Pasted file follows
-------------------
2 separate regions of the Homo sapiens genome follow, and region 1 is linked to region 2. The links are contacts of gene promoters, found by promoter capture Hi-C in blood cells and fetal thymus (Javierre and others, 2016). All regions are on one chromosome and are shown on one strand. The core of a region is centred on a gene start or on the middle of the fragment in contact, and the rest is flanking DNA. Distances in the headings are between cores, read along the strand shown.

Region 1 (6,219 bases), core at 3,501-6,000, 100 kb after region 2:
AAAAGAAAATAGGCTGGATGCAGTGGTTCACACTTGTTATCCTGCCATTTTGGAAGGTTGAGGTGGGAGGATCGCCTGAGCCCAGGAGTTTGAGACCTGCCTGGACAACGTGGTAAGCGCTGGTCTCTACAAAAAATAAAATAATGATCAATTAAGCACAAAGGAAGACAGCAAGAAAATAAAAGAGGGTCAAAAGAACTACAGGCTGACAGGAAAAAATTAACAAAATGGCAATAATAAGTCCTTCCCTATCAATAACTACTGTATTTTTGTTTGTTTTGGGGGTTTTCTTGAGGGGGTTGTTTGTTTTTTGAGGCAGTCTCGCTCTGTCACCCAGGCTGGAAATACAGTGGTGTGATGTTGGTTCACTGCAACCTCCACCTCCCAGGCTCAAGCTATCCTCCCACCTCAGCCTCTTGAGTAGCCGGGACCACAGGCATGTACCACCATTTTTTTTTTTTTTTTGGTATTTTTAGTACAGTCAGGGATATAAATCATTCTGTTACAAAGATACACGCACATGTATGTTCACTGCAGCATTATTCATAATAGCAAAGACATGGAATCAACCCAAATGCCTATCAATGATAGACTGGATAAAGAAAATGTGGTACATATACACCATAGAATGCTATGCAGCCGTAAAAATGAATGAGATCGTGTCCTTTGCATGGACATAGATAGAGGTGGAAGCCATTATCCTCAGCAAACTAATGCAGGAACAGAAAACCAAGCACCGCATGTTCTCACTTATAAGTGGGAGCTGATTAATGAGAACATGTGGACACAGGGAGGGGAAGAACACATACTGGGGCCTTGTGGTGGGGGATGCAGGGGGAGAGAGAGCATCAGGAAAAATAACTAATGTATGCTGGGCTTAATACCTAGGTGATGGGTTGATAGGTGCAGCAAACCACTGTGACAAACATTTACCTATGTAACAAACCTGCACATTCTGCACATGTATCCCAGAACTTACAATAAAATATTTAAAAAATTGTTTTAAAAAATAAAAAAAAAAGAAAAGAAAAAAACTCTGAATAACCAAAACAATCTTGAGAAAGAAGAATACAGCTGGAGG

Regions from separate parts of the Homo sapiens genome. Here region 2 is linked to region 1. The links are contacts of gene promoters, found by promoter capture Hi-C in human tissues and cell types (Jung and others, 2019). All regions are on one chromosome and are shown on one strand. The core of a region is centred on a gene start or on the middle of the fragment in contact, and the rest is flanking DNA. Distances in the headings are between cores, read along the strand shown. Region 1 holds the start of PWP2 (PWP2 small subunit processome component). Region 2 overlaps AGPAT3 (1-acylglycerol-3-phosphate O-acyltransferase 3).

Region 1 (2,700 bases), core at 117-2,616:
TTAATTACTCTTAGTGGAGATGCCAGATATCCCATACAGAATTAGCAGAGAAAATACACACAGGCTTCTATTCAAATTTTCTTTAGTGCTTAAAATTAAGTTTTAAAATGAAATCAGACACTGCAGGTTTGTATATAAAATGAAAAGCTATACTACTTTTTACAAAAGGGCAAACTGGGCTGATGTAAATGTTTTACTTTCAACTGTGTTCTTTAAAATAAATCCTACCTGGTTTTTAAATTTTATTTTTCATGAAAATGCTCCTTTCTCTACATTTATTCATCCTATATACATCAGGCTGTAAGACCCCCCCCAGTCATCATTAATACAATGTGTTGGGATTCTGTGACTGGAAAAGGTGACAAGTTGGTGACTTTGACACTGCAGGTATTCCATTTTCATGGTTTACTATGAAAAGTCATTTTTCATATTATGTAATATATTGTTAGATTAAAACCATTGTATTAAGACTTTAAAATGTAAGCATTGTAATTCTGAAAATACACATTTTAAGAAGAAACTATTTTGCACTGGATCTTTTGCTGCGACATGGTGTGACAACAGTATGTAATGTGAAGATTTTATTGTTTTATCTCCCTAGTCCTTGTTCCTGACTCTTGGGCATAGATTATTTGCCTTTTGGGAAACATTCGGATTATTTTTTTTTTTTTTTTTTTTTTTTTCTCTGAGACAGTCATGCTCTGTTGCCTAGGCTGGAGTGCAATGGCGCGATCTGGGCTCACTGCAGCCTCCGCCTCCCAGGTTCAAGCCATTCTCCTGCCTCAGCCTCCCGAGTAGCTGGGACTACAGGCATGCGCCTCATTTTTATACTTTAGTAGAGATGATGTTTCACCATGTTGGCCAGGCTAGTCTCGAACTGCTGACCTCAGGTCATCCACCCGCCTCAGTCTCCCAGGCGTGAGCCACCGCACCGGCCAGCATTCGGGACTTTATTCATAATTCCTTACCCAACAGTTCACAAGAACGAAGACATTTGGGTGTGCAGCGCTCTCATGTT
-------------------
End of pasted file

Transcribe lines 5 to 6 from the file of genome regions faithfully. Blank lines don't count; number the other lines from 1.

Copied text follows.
Region 1 (2,700 bases), core at 117-2,616:
TTAATTACTCTTAGTGGAGATGCCAGATATCCCATACAGAATTAGCAGAGAAAATACACACAGGCTTCTATTCAAATTTTCTTTAGTGCTTAAAATTAAGTTTTAAAATGAAATCAGACACTGCAGGTTTGTATATAAAATGAAAAGCTATACTACTTTTTACAAAAGGGCAAACTGGGCTGATGTAAATGTTTTACTTTCAACTGTGTTCTTTAAAATAAATCCTACCTGGTTTTTAAATTTTATTTTTCATGAAAATGCTCCTTTCTCTACATTTATTCATCCTATATACATCAGGCTGTAAGACCCCCCCCAGTCATCATTAATACAATGTGTTGGGATTCTGTGACTGGAAAAGGTGACAAGTTGGTGACTTTGACACTGCAGGTATTCCATTTTCATGGTTTACTATGAAAAGTCATTTTTCATATTATGTAATATATTGTTAGATTAAAACCATTGTATTAAGACTTTAAAATGTAAGCATTGTAATTCTGAAAATACACATTTTAAGAAGAAACTATTTTGCACTGGATCTTTTGCTGCGACATGGTGTGACAACAGTATGTAATGTGAAGATTTTATTGTTTTATCTCCCTAGTCCTTGTTCCTGACTCTTGGGCATAGATTATTTGCCTTTTGGGAAACATTCGGATTATTTTTTTTTTTTTTTTTTTTTTTTTCTCTGAGACAGTCATGCTCTGTTGCCTAGGCTGGAGTGCAATGGCGCGATCTGGGCTCACTGCAGCCTCCGCCTCCCAGGTTCAAGCCATTCTCCTGCCTCAGCCTCCCGAGTAGCTGGGACTACAGGCATGCGCCTCATTTTTATACTTTAGTAGAGATGATGTTTCACCATGTTGGCCAGGCTAGTCTCGAACTGCTGACCTCAGGTCATCCACCCGCCTCAGTCTCCCAGGCGTGAGCCACCGCACCGGCCAGCATTCGGGACTTTATTCATAATTCCTTACCCAACAGTTCACAAGAACGAAGACATTTGGGTGTGCAGCGCTCTCATGTT